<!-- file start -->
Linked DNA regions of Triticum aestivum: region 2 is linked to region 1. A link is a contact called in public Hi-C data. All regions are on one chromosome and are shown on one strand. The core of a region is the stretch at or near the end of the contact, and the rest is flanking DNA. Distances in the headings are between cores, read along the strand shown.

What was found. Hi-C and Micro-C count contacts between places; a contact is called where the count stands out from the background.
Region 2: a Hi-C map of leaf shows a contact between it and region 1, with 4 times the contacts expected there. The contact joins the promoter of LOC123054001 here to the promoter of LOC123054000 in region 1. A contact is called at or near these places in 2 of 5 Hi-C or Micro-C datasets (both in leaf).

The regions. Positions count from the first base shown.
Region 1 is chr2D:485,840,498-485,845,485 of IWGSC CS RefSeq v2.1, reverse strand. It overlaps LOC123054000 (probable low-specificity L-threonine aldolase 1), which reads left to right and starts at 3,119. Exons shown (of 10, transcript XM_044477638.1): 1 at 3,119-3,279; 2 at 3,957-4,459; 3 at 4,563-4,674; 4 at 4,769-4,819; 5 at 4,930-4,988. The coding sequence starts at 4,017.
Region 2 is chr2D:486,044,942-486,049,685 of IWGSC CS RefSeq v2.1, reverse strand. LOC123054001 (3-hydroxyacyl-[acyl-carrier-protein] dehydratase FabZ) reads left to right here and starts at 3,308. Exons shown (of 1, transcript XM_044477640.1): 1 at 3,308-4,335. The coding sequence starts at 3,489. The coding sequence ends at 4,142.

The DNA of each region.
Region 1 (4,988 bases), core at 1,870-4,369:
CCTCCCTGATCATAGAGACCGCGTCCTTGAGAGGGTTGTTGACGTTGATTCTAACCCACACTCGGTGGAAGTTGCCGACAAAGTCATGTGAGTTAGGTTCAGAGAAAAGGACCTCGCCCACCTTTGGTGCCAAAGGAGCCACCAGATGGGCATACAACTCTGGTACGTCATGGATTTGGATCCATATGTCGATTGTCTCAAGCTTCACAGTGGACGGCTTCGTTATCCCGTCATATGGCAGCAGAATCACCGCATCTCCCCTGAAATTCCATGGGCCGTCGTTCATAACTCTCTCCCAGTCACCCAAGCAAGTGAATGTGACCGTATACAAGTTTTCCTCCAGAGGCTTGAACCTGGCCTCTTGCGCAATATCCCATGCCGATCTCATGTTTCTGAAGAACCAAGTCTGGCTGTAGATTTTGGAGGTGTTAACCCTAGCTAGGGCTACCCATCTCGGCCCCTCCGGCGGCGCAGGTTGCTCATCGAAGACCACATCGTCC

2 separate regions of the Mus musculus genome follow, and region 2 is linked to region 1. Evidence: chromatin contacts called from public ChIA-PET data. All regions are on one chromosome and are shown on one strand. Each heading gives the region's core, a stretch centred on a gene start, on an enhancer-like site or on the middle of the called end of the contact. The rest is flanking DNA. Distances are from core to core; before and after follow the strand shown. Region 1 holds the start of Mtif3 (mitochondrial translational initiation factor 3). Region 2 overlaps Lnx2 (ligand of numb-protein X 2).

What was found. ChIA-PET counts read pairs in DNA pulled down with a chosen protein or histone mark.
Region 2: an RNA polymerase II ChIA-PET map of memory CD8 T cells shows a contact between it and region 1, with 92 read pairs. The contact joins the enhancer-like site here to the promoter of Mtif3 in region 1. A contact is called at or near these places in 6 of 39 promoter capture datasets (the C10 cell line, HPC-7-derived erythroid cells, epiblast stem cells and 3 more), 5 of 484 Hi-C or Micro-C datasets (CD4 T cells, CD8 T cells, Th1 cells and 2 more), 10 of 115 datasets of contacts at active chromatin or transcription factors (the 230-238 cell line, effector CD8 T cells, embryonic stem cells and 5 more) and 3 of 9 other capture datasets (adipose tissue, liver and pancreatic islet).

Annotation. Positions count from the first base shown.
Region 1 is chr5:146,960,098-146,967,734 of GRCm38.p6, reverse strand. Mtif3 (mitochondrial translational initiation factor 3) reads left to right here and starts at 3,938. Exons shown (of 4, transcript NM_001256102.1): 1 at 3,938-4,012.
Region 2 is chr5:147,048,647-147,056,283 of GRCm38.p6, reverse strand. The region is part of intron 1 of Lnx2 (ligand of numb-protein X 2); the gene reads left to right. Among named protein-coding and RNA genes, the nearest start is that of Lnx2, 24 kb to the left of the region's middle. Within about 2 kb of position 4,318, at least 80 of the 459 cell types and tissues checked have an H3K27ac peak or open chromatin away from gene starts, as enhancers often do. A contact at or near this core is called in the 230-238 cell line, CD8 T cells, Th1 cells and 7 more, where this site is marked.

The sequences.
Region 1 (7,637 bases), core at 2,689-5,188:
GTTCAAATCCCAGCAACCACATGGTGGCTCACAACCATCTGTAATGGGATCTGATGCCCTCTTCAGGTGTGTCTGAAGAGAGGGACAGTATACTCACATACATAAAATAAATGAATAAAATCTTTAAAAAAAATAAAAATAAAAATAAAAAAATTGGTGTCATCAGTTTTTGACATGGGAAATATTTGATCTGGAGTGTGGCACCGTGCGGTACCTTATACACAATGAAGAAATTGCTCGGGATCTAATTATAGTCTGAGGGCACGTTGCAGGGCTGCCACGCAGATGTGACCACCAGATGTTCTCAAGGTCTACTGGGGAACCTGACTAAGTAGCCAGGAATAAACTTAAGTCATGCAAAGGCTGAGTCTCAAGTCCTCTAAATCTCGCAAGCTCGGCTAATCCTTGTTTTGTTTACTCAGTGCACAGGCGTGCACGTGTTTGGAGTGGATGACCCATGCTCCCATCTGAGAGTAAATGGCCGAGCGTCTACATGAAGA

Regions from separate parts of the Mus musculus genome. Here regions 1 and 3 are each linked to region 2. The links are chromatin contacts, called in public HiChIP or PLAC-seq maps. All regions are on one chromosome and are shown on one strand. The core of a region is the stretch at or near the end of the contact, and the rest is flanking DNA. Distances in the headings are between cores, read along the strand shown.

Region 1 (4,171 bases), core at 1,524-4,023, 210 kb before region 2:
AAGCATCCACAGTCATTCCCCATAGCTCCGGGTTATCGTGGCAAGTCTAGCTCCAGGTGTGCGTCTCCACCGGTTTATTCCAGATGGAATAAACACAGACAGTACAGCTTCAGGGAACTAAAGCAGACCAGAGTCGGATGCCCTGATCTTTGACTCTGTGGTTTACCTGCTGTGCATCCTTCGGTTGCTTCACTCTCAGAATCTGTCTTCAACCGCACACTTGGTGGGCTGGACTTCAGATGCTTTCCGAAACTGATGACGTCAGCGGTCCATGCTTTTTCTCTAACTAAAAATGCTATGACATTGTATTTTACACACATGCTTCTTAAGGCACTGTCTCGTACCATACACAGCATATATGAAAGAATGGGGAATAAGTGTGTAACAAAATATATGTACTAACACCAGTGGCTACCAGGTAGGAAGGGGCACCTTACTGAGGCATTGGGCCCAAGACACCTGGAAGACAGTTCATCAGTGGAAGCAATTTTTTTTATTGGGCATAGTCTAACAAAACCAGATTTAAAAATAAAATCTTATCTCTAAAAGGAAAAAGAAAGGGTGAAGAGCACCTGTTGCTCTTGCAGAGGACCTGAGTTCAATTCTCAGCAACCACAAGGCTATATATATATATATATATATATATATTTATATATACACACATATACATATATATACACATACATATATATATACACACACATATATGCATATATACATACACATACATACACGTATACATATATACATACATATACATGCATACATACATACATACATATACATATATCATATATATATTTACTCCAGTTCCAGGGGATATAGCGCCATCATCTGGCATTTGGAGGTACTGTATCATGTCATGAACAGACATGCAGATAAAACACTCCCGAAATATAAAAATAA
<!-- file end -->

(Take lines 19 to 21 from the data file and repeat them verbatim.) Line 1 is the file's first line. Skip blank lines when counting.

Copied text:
Regions from separate parts of the Mus musculus genome. Here regions 1 and 3 are each linked to region 2. The links are chromatin contacts, called in public HiChIP or PLAC-seq maps. All regions are on one chromosome and are shown on one strand. The core of a region is the stretch at or near the end of the contact, and the rest is flanking DNA. Distances in the headings are between cores, read along the strand shown.

Region 1 (4,171 bases), core at 1,524-4,023, 210 kb before region 2:
AAGCATCCACAGTCATTCCCCATAGCTCCGGGTTATCGTGGCAAGTCTAGCTCCAGGTGTGCGTCTCCACCGGTTTATTCCAGATGGAATAAACACAGACAGTACAGCTTCAGGGAACTAAAGCAGACCAGAGTCGGATGCCCTGATCTTTGACTCTGTGGTTTACCTGCTGTGCATCCTTCGGTTGCTTCACTCTCAGAATCTGTCTTCAACCGCACACTTGGTGGGCTGGACTTCAGATGCTTTCCGAAACTGATGACGTCAGCGGTCCATGCTTTTTCTCTAACTAAAAATGCTATGACATTGTATTTTACACACATGCTTCTTAAGGCACTGTCTCGTACCATACACAGCATATATGAAAGAATGGGGAATAAGTGTGTAACAAAATATATGTACTAACACCAGTGGCTACCAGGTAGGAAGGGGCACCTTACTGAGGCATTGGGCCCAAGACACCTGGAAGACAGTTCATCAGTGGAAGCAATTTTTTTTATTGGGCATAGTCTAACAAAACCAGATTTAAAAATAAAATCTTATCTCTAAAAGGAAAAAGAAAGGGTGAAGAGCACCTGTTGCTCTTGCAGAGGACCTGAGTTCAATTCTCAGCAACCACAAGGCTATATATATATATATATATATATATATTTATATATACACACATATACATATATATACACATACATATATATATACACACACATATATGCATATATACATACACATACATACACGTATACATATATACATACATATACATGCATACATACATACATACATATACATATATCATATATATATTTACTCCAGTTCCAGGGGATATAGCGCCATCATCTGGCATTTGGAGGTACTGTATCATGTCATGAACAGACATGCAGATAAAACACTCCCGAAATATAAAAATAA